Outcome and Impact of Associated Left-Sided Cardiac Lesions in Coarctation of the Aorta Diagnosed During Fetal Life

Stavros Polyviou, Marietta Charakida, Owen I. Miller, Thomas Witter RSCN, Trisha V. Vigneswaran, Vita Zidere, Thomas G. Day, David F.A. Lloyd, Gurleen K. Sharland, John M. Simpson*

*Corresponding author for this work

Research output: Contribution to journalArticlepeer-review

Abstract

Significant effort has been put into the optimization of the antenatal diagnosis of coarctation of the aorta (CoA). However, although left-sided cardiac lesions are known to cluster, the necessity to intervene postnatally for other left-sided cardiac lesions has not been reported in a cohort of fetuses with suspected CoA. We report a study of all 89 fetuses with antenatally suspected and postnatally confirmed diagnosis of CoA who underwent CoA repair as the primary procedure at a single tertiary congenital heart disease center over 10 years (January 1, 2010, to December 31, 2019). Almost 1 in 5 patients (18%) had to undergo surgery and/or transcatheter intervention on additional left-sided cardiac lesions (14%) and/or reintervention on the aortic arch (12%) during follow-up to median age of 2.85 years. Freedom from intervention at 5 years was 78% (95% confidence interval [CI] 67 to 88%) if reintervention on CoA was excluded, and 72% (95% CI 60 to 82%) if this was included. Five-year survival was 95% (95% CI 90 to 100%). Furthermore, 20% of affected infants had genetic (10%) and/or extracardiac (16%) abnormalities. Our study highlights the need for comprehensive antenatal counseling, including the prognosis of primary repair of CoA and the potential development of additional left-sided cardiac lesions, which may be difficult to diagnose prenatally even in expert hands or impossible to diagnose because of the physiology of the fetal circulation.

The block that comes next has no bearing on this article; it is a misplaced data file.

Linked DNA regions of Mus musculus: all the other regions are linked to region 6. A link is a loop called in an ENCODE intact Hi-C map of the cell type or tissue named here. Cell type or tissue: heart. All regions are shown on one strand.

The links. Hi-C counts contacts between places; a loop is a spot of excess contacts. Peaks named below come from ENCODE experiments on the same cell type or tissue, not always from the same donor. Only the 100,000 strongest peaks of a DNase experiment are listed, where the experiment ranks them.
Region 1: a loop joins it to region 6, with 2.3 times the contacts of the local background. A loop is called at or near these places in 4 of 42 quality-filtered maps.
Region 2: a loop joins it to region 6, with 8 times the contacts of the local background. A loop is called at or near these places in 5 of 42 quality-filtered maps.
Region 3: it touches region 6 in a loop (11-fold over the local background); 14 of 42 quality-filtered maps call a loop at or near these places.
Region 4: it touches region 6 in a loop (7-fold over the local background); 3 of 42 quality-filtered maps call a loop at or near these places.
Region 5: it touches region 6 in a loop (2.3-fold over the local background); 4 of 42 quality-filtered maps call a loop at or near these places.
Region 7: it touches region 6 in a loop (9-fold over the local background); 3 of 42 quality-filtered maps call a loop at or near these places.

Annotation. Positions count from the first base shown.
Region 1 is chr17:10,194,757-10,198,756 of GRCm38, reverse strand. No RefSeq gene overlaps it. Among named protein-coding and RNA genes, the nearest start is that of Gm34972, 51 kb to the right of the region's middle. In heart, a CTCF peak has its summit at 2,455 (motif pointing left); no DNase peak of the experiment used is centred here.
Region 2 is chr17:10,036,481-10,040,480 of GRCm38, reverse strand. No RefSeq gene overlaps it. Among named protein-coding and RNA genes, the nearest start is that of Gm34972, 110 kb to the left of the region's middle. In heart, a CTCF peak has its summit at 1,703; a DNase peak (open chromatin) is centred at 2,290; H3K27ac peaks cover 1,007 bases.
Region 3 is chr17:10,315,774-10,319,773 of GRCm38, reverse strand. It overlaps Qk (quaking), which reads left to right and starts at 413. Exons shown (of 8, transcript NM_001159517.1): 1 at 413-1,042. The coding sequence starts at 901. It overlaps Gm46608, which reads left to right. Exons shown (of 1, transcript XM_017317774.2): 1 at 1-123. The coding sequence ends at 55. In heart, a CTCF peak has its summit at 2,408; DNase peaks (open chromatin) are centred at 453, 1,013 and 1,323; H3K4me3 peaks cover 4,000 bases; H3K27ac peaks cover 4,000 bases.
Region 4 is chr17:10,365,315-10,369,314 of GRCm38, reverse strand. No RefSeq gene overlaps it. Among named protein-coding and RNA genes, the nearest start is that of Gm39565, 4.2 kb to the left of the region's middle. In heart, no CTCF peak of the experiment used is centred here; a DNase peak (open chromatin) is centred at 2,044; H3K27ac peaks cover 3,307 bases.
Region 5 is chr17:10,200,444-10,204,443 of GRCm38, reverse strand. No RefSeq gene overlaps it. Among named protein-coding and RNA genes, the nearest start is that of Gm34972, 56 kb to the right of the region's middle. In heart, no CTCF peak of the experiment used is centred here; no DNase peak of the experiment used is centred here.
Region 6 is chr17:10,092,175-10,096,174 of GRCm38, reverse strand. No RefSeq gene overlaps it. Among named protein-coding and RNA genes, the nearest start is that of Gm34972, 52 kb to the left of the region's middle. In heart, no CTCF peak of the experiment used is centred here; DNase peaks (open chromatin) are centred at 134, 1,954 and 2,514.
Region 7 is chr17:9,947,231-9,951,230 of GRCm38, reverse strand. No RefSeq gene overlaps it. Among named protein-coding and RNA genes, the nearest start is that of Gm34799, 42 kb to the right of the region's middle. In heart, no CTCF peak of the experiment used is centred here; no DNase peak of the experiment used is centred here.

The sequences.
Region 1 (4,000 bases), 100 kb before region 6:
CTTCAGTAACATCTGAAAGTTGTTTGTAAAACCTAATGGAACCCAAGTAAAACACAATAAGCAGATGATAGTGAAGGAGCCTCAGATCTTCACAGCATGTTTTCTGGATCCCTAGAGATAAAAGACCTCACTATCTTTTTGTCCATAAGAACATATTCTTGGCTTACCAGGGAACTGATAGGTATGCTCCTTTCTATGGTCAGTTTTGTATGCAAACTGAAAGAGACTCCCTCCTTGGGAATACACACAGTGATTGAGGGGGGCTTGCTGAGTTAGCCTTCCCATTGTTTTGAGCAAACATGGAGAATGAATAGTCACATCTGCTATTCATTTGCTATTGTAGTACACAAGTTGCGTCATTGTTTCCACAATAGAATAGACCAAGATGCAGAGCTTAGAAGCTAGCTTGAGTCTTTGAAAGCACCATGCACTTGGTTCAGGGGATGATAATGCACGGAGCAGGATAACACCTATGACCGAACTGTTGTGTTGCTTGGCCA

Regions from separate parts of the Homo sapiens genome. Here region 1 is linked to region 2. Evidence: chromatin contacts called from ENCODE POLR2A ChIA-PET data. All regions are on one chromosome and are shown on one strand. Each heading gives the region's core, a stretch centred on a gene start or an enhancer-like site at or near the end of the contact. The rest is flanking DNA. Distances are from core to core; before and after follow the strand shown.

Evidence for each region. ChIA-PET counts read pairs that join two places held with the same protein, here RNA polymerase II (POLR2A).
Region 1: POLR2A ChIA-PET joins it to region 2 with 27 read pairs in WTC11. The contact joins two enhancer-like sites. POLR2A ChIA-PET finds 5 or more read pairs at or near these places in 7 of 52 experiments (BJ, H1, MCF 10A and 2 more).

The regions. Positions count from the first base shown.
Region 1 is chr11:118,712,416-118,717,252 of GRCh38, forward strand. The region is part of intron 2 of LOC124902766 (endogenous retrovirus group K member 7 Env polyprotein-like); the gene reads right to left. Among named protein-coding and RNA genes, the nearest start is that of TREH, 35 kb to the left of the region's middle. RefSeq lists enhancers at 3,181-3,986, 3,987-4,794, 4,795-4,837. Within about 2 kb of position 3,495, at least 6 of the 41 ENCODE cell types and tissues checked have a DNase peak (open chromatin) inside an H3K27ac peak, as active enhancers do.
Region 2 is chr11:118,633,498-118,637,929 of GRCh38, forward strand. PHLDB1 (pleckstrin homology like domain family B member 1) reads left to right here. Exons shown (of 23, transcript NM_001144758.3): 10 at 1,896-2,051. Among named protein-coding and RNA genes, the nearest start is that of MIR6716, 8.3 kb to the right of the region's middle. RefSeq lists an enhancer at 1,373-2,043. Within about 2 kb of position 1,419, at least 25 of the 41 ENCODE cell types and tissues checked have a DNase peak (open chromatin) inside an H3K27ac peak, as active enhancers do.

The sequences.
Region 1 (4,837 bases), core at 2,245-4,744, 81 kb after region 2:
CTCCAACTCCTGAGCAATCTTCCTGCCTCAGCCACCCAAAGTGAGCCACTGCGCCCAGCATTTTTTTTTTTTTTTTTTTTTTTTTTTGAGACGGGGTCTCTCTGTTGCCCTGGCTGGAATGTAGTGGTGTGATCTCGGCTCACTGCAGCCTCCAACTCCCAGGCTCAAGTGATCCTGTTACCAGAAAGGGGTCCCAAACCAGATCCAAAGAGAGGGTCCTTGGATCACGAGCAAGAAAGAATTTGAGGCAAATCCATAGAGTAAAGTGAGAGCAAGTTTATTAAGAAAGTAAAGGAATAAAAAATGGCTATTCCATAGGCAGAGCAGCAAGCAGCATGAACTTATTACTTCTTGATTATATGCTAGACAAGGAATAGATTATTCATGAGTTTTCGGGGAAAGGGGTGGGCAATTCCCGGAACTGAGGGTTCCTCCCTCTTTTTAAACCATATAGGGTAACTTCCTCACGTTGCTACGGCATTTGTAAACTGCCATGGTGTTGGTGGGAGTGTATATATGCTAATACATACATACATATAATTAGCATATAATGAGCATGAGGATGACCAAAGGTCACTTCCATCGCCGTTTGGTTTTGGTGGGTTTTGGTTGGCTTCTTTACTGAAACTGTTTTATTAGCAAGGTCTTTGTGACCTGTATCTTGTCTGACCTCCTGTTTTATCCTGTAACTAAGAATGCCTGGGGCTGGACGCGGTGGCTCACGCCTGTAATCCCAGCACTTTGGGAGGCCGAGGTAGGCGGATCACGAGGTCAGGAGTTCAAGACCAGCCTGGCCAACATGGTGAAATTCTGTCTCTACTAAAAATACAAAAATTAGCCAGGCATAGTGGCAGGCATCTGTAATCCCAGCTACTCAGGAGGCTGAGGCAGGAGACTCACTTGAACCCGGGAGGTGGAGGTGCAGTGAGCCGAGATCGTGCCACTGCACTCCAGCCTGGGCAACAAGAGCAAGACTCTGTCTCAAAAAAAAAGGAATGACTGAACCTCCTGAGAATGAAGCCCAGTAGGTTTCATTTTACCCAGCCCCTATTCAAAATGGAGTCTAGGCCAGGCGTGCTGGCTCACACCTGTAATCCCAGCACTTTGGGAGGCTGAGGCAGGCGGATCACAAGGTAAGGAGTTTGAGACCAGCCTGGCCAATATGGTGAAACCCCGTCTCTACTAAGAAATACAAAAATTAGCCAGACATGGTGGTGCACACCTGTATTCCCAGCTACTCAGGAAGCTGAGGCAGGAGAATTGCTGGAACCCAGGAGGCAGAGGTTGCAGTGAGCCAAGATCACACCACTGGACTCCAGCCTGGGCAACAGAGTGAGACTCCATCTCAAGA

Original languageEnglish
Pages (from-to)114-121
Number of pages8
JournalAmerican Journal of Cardiology
Volume166
Early online date11 Feb 2022
DOIs
Publication statusPublished - 1 Mar 2022

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